A network is not a one-size-fits-all upgrade. Here’s an introduction to finding the best network to suit your needs.
The backbone to any business is the network. At its simplest level, a network’s core responsibility is to whip data packets to and fro, over wires or radio waves. However, for a business to give as much consideration to their network as that definition implies would be disastrous. Too often new businesses fail to understand their own business needs before implementing the network, and consequently end up with poor functionality, increased downtime, and eventually paying more to fix the problem.
Part of the problem with networking is the sheer variety in possible configurations and technologies. Due to the flexible, customised approach to networking, the best approach is to look beyond the technology and conduct some preliminary soul-searching on your business. Only after understanding which services you need, what upgrade paths you’ll want to explore, and how you plan to grow, will you get the network you need.
To get you started, consider the following four questions. The first should be ‘what will my business need to do?’. This is a big question, but if you’ve read through the four topics prior to this one, you should have some idea as to what kinds of services your network needs to support. Will you take the plunge with VOIP? How about a print server? Do you want to allow remote access? The answers will determine the kind of services your network will eventually support.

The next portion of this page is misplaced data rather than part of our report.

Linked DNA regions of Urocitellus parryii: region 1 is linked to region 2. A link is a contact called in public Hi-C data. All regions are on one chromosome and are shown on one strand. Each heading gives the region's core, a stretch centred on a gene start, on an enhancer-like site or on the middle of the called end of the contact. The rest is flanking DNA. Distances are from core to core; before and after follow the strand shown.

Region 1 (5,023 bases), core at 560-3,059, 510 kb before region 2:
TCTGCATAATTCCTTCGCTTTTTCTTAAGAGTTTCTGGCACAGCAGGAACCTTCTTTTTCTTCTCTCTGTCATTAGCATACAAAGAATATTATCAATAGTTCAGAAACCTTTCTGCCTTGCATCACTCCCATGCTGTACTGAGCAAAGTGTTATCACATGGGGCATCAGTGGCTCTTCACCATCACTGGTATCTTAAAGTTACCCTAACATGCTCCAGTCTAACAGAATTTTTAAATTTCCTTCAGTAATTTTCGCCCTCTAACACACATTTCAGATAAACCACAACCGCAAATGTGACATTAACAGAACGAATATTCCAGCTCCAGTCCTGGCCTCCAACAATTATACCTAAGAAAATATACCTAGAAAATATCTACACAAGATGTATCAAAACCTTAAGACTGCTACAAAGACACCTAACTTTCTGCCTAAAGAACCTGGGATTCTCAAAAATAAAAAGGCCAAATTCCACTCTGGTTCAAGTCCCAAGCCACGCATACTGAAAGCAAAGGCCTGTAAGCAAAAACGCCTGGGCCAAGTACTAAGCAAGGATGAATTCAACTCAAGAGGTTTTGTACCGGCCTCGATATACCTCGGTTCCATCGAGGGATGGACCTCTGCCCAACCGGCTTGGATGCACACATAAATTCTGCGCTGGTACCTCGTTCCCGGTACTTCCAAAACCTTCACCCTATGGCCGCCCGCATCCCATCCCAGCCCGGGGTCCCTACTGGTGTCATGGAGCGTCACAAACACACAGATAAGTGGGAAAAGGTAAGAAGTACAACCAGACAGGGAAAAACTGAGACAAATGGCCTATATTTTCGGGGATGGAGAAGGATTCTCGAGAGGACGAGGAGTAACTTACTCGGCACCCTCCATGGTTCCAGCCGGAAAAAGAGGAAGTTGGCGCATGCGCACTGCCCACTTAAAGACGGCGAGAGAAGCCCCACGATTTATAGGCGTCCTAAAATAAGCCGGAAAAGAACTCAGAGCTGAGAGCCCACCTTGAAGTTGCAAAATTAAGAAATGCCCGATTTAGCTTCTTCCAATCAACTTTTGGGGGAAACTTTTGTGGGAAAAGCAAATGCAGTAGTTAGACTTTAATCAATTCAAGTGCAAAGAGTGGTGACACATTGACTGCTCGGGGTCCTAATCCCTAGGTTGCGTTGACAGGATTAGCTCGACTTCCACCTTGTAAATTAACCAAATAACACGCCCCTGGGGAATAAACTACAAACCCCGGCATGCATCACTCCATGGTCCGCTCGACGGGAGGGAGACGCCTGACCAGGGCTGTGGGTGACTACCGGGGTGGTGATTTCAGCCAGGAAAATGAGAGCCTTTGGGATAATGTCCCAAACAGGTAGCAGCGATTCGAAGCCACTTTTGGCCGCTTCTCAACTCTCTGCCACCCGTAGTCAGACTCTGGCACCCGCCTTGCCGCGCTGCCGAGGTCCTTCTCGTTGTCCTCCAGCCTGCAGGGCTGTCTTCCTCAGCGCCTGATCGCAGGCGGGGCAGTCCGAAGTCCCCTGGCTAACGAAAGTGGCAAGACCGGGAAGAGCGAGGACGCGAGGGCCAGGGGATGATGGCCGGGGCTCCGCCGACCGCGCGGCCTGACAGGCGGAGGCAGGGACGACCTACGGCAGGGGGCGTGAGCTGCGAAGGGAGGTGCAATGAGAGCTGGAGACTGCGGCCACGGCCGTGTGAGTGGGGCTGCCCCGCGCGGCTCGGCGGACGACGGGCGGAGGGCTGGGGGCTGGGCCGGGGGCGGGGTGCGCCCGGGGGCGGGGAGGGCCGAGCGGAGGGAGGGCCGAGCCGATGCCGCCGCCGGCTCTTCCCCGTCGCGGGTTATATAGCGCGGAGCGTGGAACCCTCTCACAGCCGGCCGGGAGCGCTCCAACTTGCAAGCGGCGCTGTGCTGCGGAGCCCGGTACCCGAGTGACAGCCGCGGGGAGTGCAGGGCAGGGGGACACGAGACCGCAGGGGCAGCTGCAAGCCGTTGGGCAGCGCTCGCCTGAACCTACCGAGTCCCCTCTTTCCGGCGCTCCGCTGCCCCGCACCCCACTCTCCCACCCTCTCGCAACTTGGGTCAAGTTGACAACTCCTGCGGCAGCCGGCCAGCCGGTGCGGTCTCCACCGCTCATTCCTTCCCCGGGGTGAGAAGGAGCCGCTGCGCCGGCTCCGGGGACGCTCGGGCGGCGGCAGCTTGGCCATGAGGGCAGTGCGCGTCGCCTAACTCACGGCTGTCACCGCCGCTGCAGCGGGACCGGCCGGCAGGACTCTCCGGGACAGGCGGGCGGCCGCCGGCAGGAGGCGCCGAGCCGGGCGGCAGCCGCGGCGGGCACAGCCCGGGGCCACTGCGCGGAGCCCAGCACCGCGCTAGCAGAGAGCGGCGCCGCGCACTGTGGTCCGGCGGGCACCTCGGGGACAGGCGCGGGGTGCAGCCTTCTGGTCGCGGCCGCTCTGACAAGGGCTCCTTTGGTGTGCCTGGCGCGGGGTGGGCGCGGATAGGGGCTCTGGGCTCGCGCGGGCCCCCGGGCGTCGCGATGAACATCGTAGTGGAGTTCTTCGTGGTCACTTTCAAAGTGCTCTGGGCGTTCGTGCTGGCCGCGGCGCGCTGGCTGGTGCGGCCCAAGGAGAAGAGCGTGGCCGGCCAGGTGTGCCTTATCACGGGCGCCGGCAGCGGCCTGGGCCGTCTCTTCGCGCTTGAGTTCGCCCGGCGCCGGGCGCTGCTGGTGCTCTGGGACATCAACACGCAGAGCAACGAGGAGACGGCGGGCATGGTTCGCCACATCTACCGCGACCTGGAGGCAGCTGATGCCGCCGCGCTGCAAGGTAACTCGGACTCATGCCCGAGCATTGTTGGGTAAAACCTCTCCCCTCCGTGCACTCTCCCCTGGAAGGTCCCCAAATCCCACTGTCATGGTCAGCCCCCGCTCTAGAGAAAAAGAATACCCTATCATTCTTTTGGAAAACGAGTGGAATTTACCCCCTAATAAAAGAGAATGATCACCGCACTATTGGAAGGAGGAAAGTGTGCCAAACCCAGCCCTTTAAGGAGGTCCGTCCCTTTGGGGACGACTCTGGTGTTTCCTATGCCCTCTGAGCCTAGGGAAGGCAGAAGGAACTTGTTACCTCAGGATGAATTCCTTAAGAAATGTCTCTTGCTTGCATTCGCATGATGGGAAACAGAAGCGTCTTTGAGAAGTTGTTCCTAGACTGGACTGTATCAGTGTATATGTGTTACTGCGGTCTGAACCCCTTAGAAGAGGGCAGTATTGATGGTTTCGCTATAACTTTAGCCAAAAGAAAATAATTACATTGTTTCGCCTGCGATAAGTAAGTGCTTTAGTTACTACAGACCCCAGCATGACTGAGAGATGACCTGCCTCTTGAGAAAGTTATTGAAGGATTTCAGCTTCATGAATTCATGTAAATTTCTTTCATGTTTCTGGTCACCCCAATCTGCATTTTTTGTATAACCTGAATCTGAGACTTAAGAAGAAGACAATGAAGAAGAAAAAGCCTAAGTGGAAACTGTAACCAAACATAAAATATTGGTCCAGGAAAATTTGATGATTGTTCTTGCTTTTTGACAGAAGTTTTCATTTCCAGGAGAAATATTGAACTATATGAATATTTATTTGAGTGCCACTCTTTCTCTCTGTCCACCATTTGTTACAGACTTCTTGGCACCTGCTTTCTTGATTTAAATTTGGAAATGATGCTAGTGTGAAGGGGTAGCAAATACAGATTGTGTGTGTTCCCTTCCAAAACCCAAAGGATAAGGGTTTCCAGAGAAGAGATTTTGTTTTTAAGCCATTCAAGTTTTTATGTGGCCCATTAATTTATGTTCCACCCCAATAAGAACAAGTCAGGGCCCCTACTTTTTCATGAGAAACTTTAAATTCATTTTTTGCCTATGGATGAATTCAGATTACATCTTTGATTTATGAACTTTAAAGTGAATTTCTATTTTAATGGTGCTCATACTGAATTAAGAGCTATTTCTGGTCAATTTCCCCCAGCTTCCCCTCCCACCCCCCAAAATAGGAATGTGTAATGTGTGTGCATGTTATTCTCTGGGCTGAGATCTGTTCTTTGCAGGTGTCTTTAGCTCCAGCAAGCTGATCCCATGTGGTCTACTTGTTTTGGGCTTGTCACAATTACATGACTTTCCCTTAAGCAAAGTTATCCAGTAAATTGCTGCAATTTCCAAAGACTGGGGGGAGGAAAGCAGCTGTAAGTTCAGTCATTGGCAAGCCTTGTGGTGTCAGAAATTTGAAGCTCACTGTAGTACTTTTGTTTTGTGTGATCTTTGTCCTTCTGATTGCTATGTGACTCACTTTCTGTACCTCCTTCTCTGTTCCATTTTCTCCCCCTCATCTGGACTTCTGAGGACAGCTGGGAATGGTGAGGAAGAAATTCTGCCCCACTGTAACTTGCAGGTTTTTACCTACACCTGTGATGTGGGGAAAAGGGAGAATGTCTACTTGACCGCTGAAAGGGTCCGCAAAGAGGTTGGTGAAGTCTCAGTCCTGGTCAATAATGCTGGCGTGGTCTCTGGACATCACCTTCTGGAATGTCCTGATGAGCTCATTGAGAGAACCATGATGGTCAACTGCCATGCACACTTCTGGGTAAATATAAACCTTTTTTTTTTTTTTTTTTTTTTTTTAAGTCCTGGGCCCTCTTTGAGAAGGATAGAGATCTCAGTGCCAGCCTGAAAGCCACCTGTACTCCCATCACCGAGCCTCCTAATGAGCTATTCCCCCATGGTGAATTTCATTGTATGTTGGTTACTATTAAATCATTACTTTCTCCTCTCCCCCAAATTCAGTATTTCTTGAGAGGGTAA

Next, consider the ‘drain’ on the network. Knowing what services the network should support is an important consideration, but you also need to understand how much it will be in use. For example, attaching a printer to the network is great, but if 20 employees are accessing it at the same time, you’ll need to look at a print server, more printers, or even a change in policy. Likewise, if your business involves working with large files, you may find that a single person accessing them on a 100Mb/s Fast Ethernet connection is fine, but when you increase the number of users, the network grinds to a halt.
Once you know what kind of services you need and how much they’ll be used, you’ll need to consider one of the most overlooked elements in networking: ‘What kind of space am I working with?’. You may think going wireless instead of wired will save you time and money, but if the signal quality between each office is poor, you’ll experience dropouts and slow data throughput that may dramatically reduce productivity. Also, be sure to survey any existing infrastructure – why install wireless access points when every desk has an Ethernet port?
The final consideration is also one of the most difficult to answer: ‘Where is my business going?’. Hopefully you should have some foresight into how your business will change in the next 12 months, however any additional planning you can do before you deploy the network will help. It could be something relatively minor, like knowing you’ll have employees wanting remote access from home in the future; or it could be a much more significant detail, like a dramatic expansion (or reduction) in the number of staff. Just remember that you want to be as realistically predictive as possible, without restricting yourself to a certain path – which is just good business sense.